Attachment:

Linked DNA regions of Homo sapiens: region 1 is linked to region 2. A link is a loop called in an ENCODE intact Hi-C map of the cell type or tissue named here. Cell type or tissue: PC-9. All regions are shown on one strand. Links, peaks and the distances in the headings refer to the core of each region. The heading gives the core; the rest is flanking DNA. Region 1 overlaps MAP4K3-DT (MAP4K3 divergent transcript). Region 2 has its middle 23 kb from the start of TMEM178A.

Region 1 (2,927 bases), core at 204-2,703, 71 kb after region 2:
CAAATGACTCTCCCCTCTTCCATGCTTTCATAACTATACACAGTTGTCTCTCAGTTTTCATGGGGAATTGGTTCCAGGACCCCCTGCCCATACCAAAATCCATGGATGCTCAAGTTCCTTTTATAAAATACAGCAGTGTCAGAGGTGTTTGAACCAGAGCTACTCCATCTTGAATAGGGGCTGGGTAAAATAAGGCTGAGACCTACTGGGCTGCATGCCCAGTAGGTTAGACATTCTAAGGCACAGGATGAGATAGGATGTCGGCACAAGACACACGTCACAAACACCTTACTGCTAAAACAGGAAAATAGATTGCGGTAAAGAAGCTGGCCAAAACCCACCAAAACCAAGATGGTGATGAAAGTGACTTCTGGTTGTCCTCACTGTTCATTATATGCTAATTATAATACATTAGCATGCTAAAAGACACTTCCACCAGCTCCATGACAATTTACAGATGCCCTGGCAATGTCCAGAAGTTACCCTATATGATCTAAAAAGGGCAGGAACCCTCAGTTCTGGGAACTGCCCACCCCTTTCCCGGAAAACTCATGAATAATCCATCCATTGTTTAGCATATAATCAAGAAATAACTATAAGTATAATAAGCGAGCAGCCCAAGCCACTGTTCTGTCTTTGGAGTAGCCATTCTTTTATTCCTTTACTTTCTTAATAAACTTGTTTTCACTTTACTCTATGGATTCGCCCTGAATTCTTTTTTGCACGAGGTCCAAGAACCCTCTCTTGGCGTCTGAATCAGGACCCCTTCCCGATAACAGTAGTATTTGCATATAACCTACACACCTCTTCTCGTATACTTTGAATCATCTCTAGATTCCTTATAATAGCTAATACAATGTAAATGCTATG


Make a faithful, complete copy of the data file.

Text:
Linked DNA regions of Homo sapiens: region 1 is linked to region 2. A link is a loop called in an ENCODE intact Hi-C map of the cell type or tissue named here. Cell type or tissue: PC-9. All regions are shown on one strand. Links, peaks and the distances in the headings refer to the core of each region. The heading gives the core; the rest is flanking DNA. Region 1 overlaps MAP4K3-DT (MAP4K3 divergent transcript). Region 2 has its middle 23 kb from the start of TMEM178A.

Region 1 (2,927 bases), core at 204-2,703, 71 kb after region 2:
CAAATGACTCTCCCCTCTTCCATGCTTTCATAACTATACACAGTTGTCTCTCAGTTTTCATGGGGAATTGGTTCCAGGACCCCCTGCCCATACCAAAATCCATGGATGCTCAAGTTCCTTTTATAAAATACAGCAGTGTCAGAGGTGTTTGAACCAGAGCTACTCCATCTTGAATAGGGGCTGGGTAAAATAAGGCTGAGACCTACTGGGCTGCATGCCCAGTAGGTTAGACATTCTAAGGCACAGGATGAGATAGGATGTCGGCACAAGACACACGTCACAAACACCTTACTGCTAAAACAGGAAAATAGATTGCGGTAAAGAAGCTGGCCAAAACCCACCAAAACCAAGATGGTGATGAAAGTGACTTCTGGTTGTCCTCACTGTTCATTATATGCTAATTATAATACATTAGCATGCTAAAAGACACTTCCACCAGCTCCATGACAATTTACAGATGCCCTGGCAATGTCCAGAAGTTACCCTATATGATCTAAAAAGGGCAGGAACCCTCAGTTCTGGGAACTGCCCACCCCTTTCCCGGAAAACTCATGAATAATCCATCCATTGTTTAGCATATAATCAAGAAATAACTATAAGTATAATAAGCGAGCAGCCCAAGCCACTGTTCTGTCTTTGGAGTAGCCATTCTTTTATTCCTTTACTTTCTTAATAAACTTGTTTTCACTTTACTCTATGGATTCGCCCTGAATTCTTTTTTGCACGAGGTCCAAGAACCCTCTCTTGGCGTCTGAATCAGGACCCCTTCCCGATAACAGTAGTATTTGCATATAACCTACACACCTCTTCTCGTATACTTTGAATCATCTCTAGATTCCTTATAATAGCTAATACAATGTAAATGCTATG